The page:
In Venezuela, people go hungry. It’s the revolution. No matter that the country is potentially the richest in the world. The same happened in 1921 in the newly born Soviet Union. One million Russians starved to death. Lenin was overjoyed. “The revolution and I are like that, madam.” Farmers were forbidden to trade and the Red Army confiscated their products, even the seeds.
It happened in China. Twenty million people died. In that country, pain is also multitudinous. It happened in Cambodia and North Korea, where some desperate people resorted to cannibalism. It always happens. In Cuba, 60,000 people lost their sight or the mobility in their lower limbs because of the peripheral neuritis caused by malnutrition after Soviet subsidies came to an end.
Castro shrieked against “the blockade.” A health minister who warned what was happening was fired. The revolution also means keeping one’s mouth shut. It wasn’t the embargo. It was the revolution. It’s always the revolution. Amartya Sen of Bengal was given the Nobel prize in economics for demonstrating that famine is caused by state interference. Any of the victims of communism could have explained that to the Swedes with the same clarity, without the need to hold a doctorate from Cambridge.
Why do the communists do this? Are they sadists? Are they stupid and do they make the same mistakes over and again? Not at all. They are revolutionaries intent on creating a new world, using Karl Marx’s recipes.
Didn’t Karl Marx assert that the ruling oligarchy and the model of State were the consequence of the capitalist rule of property? Didn’t he insist that, if a communist vanguard were to seize the means of production in the name of the proletariat, a new society would rise, ruled by new men imbued by a new morality?
It’s a question of priorities. Communist revolutionaries don’t care if people live better or if the factories produce more. That’s petty-bourgeois nonsense, typical of the liberal democracies that bring together the treasonous social-democrats, the Christian democrats and other minor species engaged in the babble of pseudo-social justice.
The two essential tasks of communist revolutionaries are, first, to demolish the power structure of “the old regime” and replace it with their own people; second, to seize the productive apparatus, ruin the companies they’re unable to manage, and nationalize the rest to deprive the old capitalist oligarchs of their resources.
These are the two activities where the communist revolutionaries demonstrate whether they have triumphed or failed. That’s the benchmark. Lenin and Stalin triumphed, at least for several decades. Mao and the Castro brothers triumphed. Chávez triumphed … so far.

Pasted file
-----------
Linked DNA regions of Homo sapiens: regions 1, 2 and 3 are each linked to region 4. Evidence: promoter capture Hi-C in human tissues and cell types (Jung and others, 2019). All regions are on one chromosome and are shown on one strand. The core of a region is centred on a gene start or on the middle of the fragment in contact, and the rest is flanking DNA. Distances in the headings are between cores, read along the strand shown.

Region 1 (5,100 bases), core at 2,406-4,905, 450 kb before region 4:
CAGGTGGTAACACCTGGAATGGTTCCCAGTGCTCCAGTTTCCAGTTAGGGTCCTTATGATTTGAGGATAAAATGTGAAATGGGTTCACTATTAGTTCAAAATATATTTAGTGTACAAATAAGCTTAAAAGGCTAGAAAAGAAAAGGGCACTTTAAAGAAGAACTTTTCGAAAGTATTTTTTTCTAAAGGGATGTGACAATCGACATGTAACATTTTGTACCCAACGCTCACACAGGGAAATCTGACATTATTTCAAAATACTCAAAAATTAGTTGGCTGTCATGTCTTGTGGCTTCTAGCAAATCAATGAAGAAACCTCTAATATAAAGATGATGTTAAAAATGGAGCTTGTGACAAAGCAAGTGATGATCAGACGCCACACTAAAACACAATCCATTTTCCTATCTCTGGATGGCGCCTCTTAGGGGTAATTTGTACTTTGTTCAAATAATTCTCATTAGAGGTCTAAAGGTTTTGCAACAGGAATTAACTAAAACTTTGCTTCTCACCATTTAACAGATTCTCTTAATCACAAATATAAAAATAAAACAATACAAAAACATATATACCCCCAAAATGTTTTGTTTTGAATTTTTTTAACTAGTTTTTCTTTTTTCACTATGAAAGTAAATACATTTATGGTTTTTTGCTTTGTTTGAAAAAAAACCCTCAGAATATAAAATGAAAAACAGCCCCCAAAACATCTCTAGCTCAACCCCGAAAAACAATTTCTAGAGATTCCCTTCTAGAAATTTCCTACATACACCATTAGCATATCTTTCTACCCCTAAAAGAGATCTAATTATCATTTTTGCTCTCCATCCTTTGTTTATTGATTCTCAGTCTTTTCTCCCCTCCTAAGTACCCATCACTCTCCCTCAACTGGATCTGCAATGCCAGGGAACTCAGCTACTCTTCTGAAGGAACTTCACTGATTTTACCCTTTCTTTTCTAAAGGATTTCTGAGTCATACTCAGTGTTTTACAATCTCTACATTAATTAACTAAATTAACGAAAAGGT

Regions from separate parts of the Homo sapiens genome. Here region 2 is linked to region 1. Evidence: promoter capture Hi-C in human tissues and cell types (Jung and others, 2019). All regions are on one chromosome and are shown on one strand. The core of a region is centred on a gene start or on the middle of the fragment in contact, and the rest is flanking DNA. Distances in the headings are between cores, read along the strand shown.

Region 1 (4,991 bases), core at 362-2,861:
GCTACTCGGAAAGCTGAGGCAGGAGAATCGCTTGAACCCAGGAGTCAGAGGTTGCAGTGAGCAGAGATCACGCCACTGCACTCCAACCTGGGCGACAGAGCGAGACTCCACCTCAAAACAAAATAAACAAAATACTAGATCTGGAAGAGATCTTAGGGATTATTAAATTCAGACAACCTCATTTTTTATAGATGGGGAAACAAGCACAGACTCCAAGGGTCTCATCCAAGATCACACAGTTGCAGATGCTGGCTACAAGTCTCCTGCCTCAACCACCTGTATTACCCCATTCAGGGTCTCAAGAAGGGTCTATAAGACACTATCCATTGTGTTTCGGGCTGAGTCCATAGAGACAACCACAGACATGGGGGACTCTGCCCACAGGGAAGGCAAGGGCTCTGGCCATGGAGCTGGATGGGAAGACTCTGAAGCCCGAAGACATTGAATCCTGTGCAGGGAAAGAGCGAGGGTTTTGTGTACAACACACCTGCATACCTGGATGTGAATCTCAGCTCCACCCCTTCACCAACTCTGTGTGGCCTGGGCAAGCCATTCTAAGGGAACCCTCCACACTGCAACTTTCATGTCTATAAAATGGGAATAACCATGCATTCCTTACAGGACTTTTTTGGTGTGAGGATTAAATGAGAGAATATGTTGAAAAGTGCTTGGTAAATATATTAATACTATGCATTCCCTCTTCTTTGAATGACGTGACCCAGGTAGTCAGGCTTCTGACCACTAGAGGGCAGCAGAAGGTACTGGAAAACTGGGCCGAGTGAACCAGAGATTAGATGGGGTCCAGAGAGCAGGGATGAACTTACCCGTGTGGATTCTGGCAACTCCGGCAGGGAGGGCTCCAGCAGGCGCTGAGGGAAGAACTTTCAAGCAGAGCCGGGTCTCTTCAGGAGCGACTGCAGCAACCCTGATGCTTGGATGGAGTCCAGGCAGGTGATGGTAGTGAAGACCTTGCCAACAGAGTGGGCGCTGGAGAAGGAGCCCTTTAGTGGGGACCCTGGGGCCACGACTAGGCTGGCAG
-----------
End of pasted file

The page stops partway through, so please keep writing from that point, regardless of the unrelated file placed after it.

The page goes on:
What does it matter to Maduro if skeletal children faint from hunger in the schools or if sick people die for lack of medicine? His definition of success has nothing to do with Venezuelans’ nourishment or health, but with what people in his feverish and delirious little world pompously call “the consolidation of the revolutionary process.”
That explains the leniency in the face of the egregious theft of public funds or the complicity with drug trafficking. Help yourselves. Marx also provided the perfect alibi: they’re in the phase of primary accumulation of capital. At this stage in the regime change, like sloughing off their skin, all is fair.
There’s plenty of time to reestablish honesty and hope that the five-year central plans will bring something resembling prosperity. Right now, it’s a matter of enriching the key revolutionaries: the Cabello brothers and their nephews, the docile generals, the Bolibourgeois, that is, the revolutionaries in the service of the cause. They must have their pockets full in order to be useful.
Do you understand now why the communist revolutionaries repeat the same scheme of governance over and again? They’re not wrong. Making a mess is part of building the new State.
Do you understand why the Castro brothers are counseling Maduro to imitate the unproductive Cuban model and why he obeys them like a faithful dog? What matters to the Chavists is to hold on to power and replace the government élite with its own.
Do Colombians understand what “Timoshenko” means when he promises to revolutionize Colombia when he rises to power? Or Pablo Iglesias in Spain when he says that he will use in his country the same recipe that he recommended to the Venezuelans? They are consistently destructive.
Revolution is that. Exactly that. No more, no less.
Published on Sunday August 7th, 2016 by El Blog de Montaner